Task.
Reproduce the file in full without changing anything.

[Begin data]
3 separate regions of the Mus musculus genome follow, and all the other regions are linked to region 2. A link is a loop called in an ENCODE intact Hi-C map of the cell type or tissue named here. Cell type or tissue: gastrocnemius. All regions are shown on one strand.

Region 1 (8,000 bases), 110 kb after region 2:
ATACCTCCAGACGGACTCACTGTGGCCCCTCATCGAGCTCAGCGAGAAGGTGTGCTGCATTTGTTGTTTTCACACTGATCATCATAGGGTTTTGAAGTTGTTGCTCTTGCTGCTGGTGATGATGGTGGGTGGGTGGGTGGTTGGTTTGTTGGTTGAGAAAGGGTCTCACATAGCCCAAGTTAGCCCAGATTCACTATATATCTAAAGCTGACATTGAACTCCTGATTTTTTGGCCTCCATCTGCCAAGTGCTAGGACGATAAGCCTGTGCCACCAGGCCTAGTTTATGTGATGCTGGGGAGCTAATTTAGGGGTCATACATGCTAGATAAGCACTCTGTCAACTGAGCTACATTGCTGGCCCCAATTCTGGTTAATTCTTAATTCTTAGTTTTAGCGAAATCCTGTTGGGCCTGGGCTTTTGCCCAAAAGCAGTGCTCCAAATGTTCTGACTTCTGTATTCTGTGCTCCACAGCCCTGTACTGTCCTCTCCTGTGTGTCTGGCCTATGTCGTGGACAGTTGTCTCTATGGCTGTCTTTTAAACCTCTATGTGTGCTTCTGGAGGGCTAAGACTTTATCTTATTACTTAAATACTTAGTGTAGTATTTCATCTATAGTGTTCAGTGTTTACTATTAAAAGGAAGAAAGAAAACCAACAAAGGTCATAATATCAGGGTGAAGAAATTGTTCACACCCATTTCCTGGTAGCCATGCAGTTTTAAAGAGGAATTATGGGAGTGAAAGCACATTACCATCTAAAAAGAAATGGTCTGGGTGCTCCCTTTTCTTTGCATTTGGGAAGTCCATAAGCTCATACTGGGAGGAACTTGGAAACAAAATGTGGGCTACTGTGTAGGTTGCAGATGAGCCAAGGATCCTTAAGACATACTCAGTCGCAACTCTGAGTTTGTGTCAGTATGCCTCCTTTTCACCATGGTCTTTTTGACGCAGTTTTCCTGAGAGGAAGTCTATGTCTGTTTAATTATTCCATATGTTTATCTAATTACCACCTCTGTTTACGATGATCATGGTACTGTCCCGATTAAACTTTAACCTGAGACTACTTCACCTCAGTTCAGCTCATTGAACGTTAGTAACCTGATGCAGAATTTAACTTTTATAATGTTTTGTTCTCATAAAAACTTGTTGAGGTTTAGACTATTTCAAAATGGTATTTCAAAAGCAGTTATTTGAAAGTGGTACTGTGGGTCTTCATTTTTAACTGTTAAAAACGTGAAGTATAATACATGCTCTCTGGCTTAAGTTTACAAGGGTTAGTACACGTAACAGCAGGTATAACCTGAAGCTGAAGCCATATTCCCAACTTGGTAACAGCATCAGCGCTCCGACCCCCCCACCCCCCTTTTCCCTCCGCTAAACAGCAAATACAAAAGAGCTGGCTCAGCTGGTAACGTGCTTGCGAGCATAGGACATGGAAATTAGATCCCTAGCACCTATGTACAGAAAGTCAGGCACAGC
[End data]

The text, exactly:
3 separate regions of the Mus musculus genome follow, and all the other regions are linked to region 2. A link is a loop called in an ENCODE intact Hi-C map of the cell type or tissue named here. Cell type or tissue: gastrocnemius. All regions are shown on one strand.

Region 1 (8,000 bases), 110 kb after region 2:
ATACCTCCAGACGGACTCACTGTGGCCCCTCATCGAGCTCAGCGAGAAGGTGTGCTGCATTTGTTGTTTTCACACTGATCATCATAGGGTTTTGAAGTTGTTGCTCTTGCTGCTGGTGATGATGGTGGGTGGGTGGGTGGTTGGTTTGTTGGTTGAGAAAGGGTCTCACATAGCCCAAGTTAGCCCAGATTCACTATATATCTAAAGCTGACATTGAACTCCTGATTTTTTGGCCTCCATCTGCCAAGTGCTAGGACGATAAGCCTGTGCCACCAGGCCTAGTTTATGTGATGCTGGGGAGCTAATTTAGGGGTCATACATGCTAGATAAGCACTCTGTCAACTGAGCTACATTGCTGGCCCCAATTCTGGTTAATTCTTAATTCTTAGTTTTAGCGAAATCCTGTTGGGCCTGGGCTTTTGCCCAAAAGCAGTGCTCCAAATGTTCTGACTTCTGTATTCTGTGCTCCACAGCCCTGTACTGTCCTCTCCTGTGTGTCTGGCCTATGTCGTGGACAGTTGTCTCTATGGCTGTCTTTTAAACCTCTATGTGTGCTTCTGGAGGGCTAAGACTTTATCTTATTACTTAAATACTTAGTGTAGTATTTCATCTATAGTGTTCAGTGTTTACTATTAAAAGGAAGAAAGAAAACCAACAAAGGTCATAATATCAGGGTGAAGAAATTGTTCACACCCATTTCCTGGTAGCCATGCAGTTTTAAAGAGGAATTATGGGAGTGAAAGCACATTACCATCTAAAAAGAAATGGTCTGGGTGCTCCCTTTTCTTTGCATTTGGGAAGTCCATAAGCTCATACTGGGAGGAACTTGGAAACAAAATGTGGGCTACTGTGTAGGTTGCAGATGAGCCAAGGATCCTTAAGACATACTCAGTCGCAACTCTGAGTTTGTGTCAGTATGCCTCCTTTTCACCATGGTCTTTTTGACGCAGTTTTCCTGAGAGGAAGTCTATGTCTGTTTAATTATTCCATATGTTTATCTAATTACCACCTCTGTTTACGATGATCATGGTACTGTCCCGATTAAACTTTAACCTGAGACTACTTCACCTCAGTTCAGCTCATTGAACGTTAGTAACCTGATGCAGAATTTAACTTTTATAATGTTTTGTTCTCATAAAAACTTGTTGAGGTTTAGACTATTTCAAAATGGTATTTCAAAAGCAGTTATTTGAAAGTGGTACTGTGGGTCTTCATTTTTAACTGTTAAAAACGTGAAGTATAATACATGCTCTCTGGCTTAAGTTTACAAGGGTTAGTACACGTAACAGCAGGTATAACCTGAAGCTGAAGCCATATTCCCAACTTGGTAACAGCATCAGCGCTCCGACCCCCCCACCCCCCTTTTCCCTCCGCTAAACAGCAAATACAAAAGAGCTGGCTCAGCTGGTAACGTGCTTGCGAGCATAGGACATGGAAATTAGATCCCTAGCACCTATGTACAGAAAGTCAGGCACAGC